Students need opportunities to build models and representations that suit particular explanatory and communicative purposes. They need experience refining and improving models and representations, experience that can be facilitated by critically examining the qualities of multiple models or representations for a given purpose.
In the following example we visit a fifth-grade classroom in which students are studying species variation. Having tracked the growth of Wisconsin Fast Plants over a period of 19 days, they are grappling with the best way to represent their data. Hubert Rohling, the teacher, has posted a list of unordered measures that the students had taken over the previous 18 days on chart paper at the front of the class. He has asked them to consider two questions: (1) how they might organize the data in a way that would help them consider typical height on the 19th day and (2) how to characterize how spread out the heights were on this day. He chose to have the students focus on these qualities of their representation in order to draw their attention to critical aspects of representing data sets.
Mr. Rohling understood that his students would need to grapple with how best to portray data and to practice doing so as a purposeful activity. Rather than assigning children particular data displays to use in capturing data, he asked them to invent displays. He introduced additional uncertainty into the assignment by asking students to identify typical values. Often the approach to learning about typical values is to teach children different measures of central tendency and to assign children to calculate means, or identify the modal or median values in a data set. Mr. Rohling’s interest, however, was to push children to wrestle with the notion of typicality and articulate their understanding through creating and critiquing data displays.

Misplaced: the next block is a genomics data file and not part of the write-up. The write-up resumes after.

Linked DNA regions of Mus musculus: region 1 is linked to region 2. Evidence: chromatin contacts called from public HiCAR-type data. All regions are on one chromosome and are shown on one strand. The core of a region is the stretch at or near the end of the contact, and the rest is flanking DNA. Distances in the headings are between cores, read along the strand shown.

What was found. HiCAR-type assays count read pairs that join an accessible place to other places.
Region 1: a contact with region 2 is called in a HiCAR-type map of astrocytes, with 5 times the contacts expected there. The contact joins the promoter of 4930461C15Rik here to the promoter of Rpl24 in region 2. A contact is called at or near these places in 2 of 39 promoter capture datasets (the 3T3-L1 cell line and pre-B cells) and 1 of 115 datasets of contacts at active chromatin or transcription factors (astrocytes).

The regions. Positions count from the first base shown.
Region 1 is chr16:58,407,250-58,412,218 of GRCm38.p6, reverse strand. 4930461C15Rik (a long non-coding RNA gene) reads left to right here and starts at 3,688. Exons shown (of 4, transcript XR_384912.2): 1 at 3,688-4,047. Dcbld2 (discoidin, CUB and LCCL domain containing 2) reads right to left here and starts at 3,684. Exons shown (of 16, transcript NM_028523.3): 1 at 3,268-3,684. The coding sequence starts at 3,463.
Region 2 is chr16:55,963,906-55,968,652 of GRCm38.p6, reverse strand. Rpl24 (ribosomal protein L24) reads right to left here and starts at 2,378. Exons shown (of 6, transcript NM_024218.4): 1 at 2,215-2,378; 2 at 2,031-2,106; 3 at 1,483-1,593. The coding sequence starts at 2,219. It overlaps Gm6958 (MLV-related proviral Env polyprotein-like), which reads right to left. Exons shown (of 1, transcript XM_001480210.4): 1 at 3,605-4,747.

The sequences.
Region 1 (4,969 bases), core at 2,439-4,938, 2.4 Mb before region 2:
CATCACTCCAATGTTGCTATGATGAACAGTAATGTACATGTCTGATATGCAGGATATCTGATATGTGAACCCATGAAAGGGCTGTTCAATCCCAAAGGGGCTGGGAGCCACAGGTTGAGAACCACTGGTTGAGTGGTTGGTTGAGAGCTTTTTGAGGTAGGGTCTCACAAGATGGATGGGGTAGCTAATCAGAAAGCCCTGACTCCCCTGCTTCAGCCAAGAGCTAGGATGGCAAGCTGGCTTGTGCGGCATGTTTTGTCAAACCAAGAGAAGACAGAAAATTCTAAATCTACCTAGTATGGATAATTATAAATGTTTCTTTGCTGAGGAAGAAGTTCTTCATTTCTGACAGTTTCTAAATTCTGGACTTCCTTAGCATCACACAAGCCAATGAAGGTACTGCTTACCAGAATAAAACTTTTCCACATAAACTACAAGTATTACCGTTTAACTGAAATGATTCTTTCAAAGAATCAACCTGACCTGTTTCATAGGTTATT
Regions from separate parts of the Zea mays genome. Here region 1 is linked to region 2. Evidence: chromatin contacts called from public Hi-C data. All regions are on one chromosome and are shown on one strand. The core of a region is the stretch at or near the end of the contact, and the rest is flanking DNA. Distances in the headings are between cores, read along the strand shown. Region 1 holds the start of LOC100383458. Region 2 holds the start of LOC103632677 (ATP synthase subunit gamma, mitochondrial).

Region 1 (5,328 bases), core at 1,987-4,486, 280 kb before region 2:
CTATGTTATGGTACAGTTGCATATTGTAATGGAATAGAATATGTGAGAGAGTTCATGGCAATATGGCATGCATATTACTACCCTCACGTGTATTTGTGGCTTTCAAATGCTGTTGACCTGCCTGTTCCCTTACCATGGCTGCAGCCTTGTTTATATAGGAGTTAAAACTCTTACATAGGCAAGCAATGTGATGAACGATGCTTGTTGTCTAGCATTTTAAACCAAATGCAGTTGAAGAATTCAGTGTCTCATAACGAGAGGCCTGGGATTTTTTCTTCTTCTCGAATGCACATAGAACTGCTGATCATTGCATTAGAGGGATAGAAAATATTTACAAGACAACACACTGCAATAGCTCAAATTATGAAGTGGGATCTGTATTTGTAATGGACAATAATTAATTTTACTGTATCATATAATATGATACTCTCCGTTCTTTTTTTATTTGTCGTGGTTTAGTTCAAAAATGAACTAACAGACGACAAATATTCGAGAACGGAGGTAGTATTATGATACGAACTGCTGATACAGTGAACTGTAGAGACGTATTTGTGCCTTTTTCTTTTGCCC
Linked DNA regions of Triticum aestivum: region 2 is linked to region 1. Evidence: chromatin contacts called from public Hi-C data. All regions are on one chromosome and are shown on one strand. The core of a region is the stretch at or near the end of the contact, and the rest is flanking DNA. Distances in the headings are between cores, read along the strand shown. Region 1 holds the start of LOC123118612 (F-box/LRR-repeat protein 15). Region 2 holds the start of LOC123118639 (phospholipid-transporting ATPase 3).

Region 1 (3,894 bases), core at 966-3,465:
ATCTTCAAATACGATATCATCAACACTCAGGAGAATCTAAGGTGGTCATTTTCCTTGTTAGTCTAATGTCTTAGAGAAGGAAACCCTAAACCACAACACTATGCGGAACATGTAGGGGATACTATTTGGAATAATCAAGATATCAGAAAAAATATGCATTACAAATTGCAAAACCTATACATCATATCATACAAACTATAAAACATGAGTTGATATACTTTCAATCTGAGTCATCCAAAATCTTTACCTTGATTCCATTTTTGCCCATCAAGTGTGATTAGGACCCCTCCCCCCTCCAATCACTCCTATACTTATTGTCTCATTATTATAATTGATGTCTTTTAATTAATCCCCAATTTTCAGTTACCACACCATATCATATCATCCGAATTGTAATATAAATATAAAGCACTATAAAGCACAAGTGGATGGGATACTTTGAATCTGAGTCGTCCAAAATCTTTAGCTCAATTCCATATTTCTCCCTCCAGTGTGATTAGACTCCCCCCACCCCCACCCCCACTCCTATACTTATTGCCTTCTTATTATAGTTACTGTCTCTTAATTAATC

In the process students would be forced to grapple with the value of maintaining regular intervals between data points (thus providing a visual cue as to the quantitative relationship among points) and sampling distribution. (What aspect of the data provides a fair sense of the overall shape of the data set?) Students would confront the same kinds of problems that scientists do in the course of their work. They must find meaningful ways to organize information to reveal particular characteristics of the data.
The students had previously been assigned to seven working teams of three to four students each. The students in each group worked to construct a data display that they believed would support answers to Mr. Rohling’s two questions. Mr. Rohling encouraged each group to come up with its own way to arrange the data, explaining that it was important that the display, standing alone, make apparent the answer to the two questions about typicality and spread of heights.
The students’ solutions were surprisingly varied. From the seven groups, five substantively different representational designs were produced. Over the next two days, students debated the advantages and trade-offs of their representational choices; their preferences shifted as the discussion unfolded. To encourage broad participation in critical discussion of displays, Mr. Rohling assigned pairs of students to present displays that their classmates had developed. And following this he facilitated discussions which drew in display authors, presenters, and other classmates. Despite the opportunity to exchange ideas with their peers, students did not easily or simply adopt conventions suggested by others. Instead, there was a long process of negotiation, tuning, and eventually convergence toward a shared way of inscribing what students came to refer to as the shape of the data.